Certified nurse-midwives will also be allowed to attend low-risk pregnancies in both hospital and home settings without a physician’s supervision under SB-1237.
Cutting Health Care Costs
California will enter the highly competitive generic drug market as a result of SB-852, a first-in-the-nation law that will put the state government in direct competition with private drug manufacturers.
“The cost of health care is way too high,” Newsom said in a statement upon signing the bill.
By January, California must forge partnerships with one or more drug companies to make or distribute a broad range of generic and biosimilar drugs that are cheaper than brand-name products. The bill specifically calls for the production of the diabetes medicine insulin, because makers have hiked prices sharply in recent years.
Newsom also approved an under-the-radar health care transparency measure requiring the state to collect data on the amount state-regulated health insurers pay for specific medical services, from knee replacements to asthma treatments. The data could help policymakers identify excessive spending on certain treatments and provide fodder for proposals to control health care costs.
“While the examination of cost has slowed down, it hasn’t ended,” said state Sen. Richard Pan (D-Sacramento), who chairs the Senate Health Committee.
Newsom also signed legislation cementing into state law key provisions in the Affordable Care Act, a move guaranteeing Californians will not lose coverage protections should the U.S. Supreme Court strike down the law.
SB-406 will ban health insurers in California from imposing annual or lifetime limits on coverage, and also requires health insurers to cover a range of preventive care services, from cholesterol and blood pressure screenings to immunizations, without charging patients copays or deductibles.
As California continues to grapple with the highest COVID-19 case counts in the country, lawmakers approved a suite of bills in response to the pandemic, largely intended to protect essential workers.
Employers will have to provide written notice within one business day to employees who may have been exposed to the COVID-19 virus at their worksite. They must also report the details of workplace outbreaks to local public health authorities within 48 hours. AB-685 was prompted by major outbreaks this year at food-processing plants.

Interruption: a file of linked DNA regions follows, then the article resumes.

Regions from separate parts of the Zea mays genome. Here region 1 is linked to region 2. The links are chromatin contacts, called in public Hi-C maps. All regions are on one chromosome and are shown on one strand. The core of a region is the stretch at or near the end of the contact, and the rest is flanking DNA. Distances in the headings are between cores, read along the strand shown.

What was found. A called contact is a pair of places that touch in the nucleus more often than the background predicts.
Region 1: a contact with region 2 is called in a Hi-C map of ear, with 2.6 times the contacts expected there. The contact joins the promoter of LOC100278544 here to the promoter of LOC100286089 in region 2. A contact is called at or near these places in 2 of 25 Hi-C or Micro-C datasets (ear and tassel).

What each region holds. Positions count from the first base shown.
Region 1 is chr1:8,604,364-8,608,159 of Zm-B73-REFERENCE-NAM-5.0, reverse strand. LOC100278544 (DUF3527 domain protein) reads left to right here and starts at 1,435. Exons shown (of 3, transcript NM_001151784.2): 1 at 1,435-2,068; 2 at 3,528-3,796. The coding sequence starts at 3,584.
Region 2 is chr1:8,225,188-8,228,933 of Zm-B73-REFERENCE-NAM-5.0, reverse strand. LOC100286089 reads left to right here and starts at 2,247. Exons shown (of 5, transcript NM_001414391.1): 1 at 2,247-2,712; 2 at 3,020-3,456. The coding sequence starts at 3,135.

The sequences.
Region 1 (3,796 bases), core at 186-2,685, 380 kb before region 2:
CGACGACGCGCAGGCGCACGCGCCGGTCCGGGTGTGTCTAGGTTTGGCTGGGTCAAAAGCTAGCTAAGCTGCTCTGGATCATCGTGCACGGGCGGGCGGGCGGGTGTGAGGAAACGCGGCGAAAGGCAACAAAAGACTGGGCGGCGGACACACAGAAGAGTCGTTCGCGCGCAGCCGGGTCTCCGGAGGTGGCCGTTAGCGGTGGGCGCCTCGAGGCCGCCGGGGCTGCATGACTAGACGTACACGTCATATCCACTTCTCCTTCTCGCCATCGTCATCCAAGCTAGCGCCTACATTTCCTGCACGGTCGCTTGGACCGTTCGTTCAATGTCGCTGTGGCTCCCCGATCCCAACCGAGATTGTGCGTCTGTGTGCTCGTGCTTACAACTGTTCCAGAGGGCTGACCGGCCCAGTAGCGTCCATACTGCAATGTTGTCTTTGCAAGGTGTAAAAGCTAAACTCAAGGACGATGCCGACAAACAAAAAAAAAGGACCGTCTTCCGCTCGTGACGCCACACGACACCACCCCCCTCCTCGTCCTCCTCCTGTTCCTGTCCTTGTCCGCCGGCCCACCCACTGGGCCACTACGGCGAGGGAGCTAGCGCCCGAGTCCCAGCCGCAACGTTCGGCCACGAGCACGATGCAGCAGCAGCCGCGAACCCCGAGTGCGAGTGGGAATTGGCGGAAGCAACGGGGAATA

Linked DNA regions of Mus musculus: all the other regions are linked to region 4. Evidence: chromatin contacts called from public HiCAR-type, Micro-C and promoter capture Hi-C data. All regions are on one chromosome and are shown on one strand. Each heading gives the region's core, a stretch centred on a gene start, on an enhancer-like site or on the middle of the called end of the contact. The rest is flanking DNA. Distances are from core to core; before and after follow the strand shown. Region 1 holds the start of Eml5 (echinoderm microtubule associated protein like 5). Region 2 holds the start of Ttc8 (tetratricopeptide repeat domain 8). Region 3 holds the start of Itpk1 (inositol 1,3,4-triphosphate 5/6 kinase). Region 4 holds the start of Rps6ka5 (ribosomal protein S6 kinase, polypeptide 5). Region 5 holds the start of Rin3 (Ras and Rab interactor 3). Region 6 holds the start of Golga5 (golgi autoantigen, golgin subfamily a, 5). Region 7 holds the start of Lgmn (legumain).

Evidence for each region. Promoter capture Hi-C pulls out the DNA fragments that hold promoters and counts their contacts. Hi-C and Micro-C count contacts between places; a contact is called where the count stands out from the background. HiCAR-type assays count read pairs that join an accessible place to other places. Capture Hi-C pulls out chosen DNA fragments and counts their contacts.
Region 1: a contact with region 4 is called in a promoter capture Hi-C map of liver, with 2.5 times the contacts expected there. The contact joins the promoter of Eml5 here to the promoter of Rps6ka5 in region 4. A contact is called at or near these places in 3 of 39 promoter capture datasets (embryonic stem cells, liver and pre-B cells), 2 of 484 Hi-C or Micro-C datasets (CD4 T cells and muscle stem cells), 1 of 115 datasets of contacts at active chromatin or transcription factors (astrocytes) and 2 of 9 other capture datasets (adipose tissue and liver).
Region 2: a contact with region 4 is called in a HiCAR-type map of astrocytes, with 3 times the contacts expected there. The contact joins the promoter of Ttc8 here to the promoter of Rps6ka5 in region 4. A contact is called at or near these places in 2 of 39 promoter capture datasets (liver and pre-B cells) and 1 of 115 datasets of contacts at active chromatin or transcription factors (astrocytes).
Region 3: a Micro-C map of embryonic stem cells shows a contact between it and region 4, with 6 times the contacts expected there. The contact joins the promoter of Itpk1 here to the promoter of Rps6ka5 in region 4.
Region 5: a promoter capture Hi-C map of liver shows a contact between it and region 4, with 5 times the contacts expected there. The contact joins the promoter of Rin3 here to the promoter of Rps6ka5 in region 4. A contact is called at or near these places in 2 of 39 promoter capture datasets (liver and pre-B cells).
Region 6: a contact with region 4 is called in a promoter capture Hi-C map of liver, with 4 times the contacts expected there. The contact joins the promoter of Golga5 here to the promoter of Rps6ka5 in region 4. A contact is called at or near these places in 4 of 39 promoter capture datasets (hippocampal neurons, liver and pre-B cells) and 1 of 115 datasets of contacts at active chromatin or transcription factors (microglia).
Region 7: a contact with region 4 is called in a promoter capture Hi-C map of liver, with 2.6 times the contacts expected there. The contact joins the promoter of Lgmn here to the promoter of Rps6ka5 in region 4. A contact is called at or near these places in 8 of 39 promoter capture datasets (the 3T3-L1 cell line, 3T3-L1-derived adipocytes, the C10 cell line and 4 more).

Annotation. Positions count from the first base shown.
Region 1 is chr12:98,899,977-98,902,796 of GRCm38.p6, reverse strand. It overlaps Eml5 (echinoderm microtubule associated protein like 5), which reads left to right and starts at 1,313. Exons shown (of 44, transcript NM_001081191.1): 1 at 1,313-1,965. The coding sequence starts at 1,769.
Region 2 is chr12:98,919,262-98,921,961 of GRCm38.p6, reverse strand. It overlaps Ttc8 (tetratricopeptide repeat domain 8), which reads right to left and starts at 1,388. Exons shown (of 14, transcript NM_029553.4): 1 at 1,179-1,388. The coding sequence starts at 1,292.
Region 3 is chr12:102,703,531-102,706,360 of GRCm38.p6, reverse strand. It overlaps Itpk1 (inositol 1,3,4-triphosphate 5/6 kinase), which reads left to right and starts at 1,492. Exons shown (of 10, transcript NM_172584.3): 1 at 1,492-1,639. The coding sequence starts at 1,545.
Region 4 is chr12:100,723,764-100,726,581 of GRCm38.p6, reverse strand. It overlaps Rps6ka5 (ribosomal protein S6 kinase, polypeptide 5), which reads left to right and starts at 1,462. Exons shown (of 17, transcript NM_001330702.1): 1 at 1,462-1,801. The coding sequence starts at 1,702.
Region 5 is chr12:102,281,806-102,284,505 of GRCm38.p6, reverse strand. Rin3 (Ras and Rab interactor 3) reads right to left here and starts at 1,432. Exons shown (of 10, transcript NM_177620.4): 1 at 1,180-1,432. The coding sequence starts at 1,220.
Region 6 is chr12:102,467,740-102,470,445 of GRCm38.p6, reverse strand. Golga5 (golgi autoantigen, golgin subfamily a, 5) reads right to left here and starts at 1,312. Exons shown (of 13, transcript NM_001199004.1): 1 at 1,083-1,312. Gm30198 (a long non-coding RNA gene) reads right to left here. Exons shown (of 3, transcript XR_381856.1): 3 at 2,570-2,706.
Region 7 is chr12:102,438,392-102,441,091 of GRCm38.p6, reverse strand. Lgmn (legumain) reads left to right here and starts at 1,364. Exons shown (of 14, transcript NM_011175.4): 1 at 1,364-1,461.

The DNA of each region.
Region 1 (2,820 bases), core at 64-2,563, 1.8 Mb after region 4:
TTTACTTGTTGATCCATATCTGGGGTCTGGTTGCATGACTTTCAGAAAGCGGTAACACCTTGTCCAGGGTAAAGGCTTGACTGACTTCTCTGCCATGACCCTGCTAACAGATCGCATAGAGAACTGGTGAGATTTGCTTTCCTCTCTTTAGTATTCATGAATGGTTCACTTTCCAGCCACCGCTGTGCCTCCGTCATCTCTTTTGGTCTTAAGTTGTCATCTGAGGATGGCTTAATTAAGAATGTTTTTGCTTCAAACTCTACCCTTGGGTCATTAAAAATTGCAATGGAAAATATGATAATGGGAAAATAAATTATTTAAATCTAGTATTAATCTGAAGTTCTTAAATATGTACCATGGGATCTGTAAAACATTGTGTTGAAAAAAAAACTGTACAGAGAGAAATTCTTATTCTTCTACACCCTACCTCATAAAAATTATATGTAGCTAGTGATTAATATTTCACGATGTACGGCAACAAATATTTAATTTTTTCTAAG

Newsom also signed legislation making it easier for firefighters, health care workers and other front-line workers infected with the coronavirus to get workers’ compensation. SB-1159 took effect Sept. 17, the day the governor signed it.
State law now presumes these front-line workers were infected with the virus on the job unless their employers prove otherwise.
Certain employees who have been exposed to the virus will also have more paid sick leave time. Under AB-1867, food-processing companies with at least 500 workers must provide two weeks of paid sick leave to workers who have been exposed to COVID-19 or have been advised to quarantine.
The law also grants health care workers and emergency responders two weeks of paid sick leave, closing a loophole in a COVID-relief bill Congress approved this spring.
Two new laws will address another major challenge exposed by the coronavirus pandemic: the lack of adequate personal protective gear for health care workers. AB-2537 will require hospitals to stockpile a three-month supply of protective gear by April, while SB-275 mandates that the California Department of Public Health establish an additional stockpile for health and other essential workers to last 90 days during a pandemic.
Nursing homes, which have been at the epicenter of COVID-19 deaths, will be required to have a full-time “infection preventionist” on staff to help stem the spread of disease. The bill, AB-2644, also will require nursing homes to report deaths from a communicable disease to the state within 24 hours during an emergency related to that disease.
And California’s roughly 40,000 licensed pharmacists will be allowed to administer COVID-19 vaccines that have been approved by the Food and Drug Administration under AB-1710.
This article was originally published on New Laws Keep Pandemic-Weary California at Forefront of Health Policy Innovation